We have been here before in many ways. We are currently in a brand-new moment in which we have a major political party that has rejected democracy. That is alarming and it is not completely unprecedented because, of course, this was the position of the Democratic party in the late 1850s. But in that case, those lawmakers and leaders left our government and tried to start their own. In this case, we have those same people remaining in the government, and this is new and dangerous. But I think that history’s primary role in this moment is providing the melody, perhaps, that we all sing: The reality that as Americans—and I mean this not only for native-born Americans but for the people who came to these shores a minute and a half ago—we share the same values, which have been embodied in particular documents, in particular people, and in particular events. It helps us to recognize that we have a shared reality, a shared set of aspirations, and a shared devotion to the common good. And I think of it like listening to a concert of somebody like James Taylor, where everybody in the audience knows the words to “Fire and Rain.” And part of you says, “why do they want to hear this song again?” And the answer is not because it’s breaking new musical ground for the audience, but because it reminds them that they are all in this ship together. And that, I think, is something that our shared history brings to this incredibly fraught moment.

Various takes of Heather Cox Richardson

Will the rise of social media and the spread of disinformation complicate or change the nature of the work that historians will be doing a hundred years from now?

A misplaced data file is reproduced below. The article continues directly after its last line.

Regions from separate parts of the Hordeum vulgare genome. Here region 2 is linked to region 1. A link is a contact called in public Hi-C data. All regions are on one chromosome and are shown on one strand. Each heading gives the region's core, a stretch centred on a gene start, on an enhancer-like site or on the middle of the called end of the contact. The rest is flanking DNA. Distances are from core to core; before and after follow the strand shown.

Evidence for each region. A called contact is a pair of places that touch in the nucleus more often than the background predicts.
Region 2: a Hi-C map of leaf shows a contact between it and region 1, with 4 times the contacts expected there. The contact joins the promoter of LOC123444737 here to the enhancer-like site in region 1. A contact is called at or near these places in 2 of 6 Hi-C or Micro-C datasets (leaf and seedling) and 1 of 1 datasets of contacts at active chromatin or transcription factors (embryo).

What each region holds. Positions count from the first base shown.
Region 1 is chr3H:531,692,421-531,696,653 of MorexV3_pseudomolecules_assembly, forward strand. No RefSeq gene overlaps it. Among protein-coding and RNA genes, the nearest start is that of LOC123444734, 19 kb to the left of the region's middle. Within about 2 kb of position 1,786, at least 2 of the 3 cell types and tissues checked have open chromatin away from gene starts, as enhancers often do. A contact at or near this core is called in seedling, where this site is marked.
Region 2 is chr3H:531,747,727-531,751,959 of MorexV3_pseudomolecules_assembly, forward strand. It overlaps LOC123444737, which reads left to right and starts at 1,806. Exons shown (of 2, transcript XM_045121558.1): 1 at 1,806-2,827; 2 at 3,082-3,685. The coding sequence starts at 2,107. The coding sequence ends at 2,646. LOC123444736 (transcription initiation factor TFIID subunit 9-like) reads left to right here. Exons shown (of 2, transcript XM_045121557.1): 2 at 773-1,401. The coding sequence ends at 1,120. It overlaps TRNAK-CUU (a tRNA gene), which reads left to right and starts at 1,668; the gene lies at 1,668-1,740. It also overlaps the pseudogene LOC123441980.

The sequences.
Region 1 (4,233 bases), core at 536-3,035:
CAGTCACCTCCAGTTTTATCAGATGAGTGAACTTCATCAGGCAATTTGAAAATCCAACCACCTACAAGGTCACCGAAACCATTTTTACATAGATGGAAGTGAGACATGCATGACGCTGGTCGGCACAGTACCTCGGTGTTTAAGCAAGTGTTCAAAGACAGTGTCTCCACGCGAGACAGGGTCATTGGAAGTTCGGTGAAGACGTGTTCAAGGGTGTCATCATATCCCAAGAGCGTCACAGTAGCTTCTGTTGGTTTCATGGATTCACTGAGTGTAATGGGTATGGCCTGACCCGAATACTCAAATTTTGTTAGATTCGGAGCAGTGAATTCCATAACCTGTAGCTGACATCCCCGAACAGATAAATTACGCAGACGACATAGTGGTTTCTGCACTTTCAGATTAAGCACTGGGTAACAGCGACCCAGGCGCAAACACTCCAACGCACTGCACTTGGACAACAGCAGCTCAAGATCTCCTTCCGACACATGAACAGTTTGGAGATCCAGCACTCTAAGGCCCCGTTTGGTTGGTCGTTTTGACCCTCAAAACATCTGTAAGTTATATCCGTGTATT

How will this affect history, and the way we do history? I think that’s a really interesting question because of course the real issue for archivists is curation. Whose voice gets to stay in the archives? Who gets to be there? And the proliferation of so many different forms of media and of speech means that we’re going to lose most of it. How many of your emails do you have from the late 1990s? I have none. I don’t have an archive. If it had all been on paper, I would, at this point in my life, have an archive. I don’t have one. That stuff’s going to get lost. And the question right now for archivists is, what do we keep? Why do we keep it? And what will that say about who America is at the end of the day? A lot of the reason we don’t understand that we have this whitewashed version of the past is because the only people who ended up in the archives were the white guys. And we did not, in fact, have a past that was uncontested at all. For example, if you were a follower of Joe McCarthy from Wisconsin in the 1950s, you were a fervent anti-Communist who was willing to hang people that you considered your enemies. And if you think about the 1930s, we literally had Nazis here in Boston. And those are stories that perhaps are less known, but it’s not like the past has not been contested. But at the same time, the modern explosion of media and of information offers the opportunity to include more voices in our archives, which will change the way we think about this history. When we talk about the construction of the idea of America, one of the things that has jumped out to me in the book I’m writing right now is that the people who have most clearly articulated what America means are people of color, are immigrants, and to some degree are women. And that, I think, is a really interesting reconstruction of what America means. Thomas Jefferson, Lincoln, FDR, these are the people who sit in our stone pantheons. And yet, if you think about the people who made the dream of America come alive, it’s Fannie Lou Hamer, a former sharecropper who was beaten almost to death for registering people to vote. It’s the Chinese American who was asked not long after the passage of the Chinese Exclusion Act in 1882 to donate money for the Statue of Liberty and responded, “I’m offended that you would ask me to give money for a statue dedicated to Liberty just after you’ve passed a law that says I am not welcome in this country.” It’s Frederick Douglass asking what—to an African American—is the Fourth of July? And that strikes me as being perhaps an obvious thing that I should have seen long ago. In terms of the way that we remember our history, maybe it’s time to recognize that the people who are keeping America alive are its marginalized peoples and its newcomers who recognize our dream in a way that those of us who have come to be somewhat blasé about it no longer do.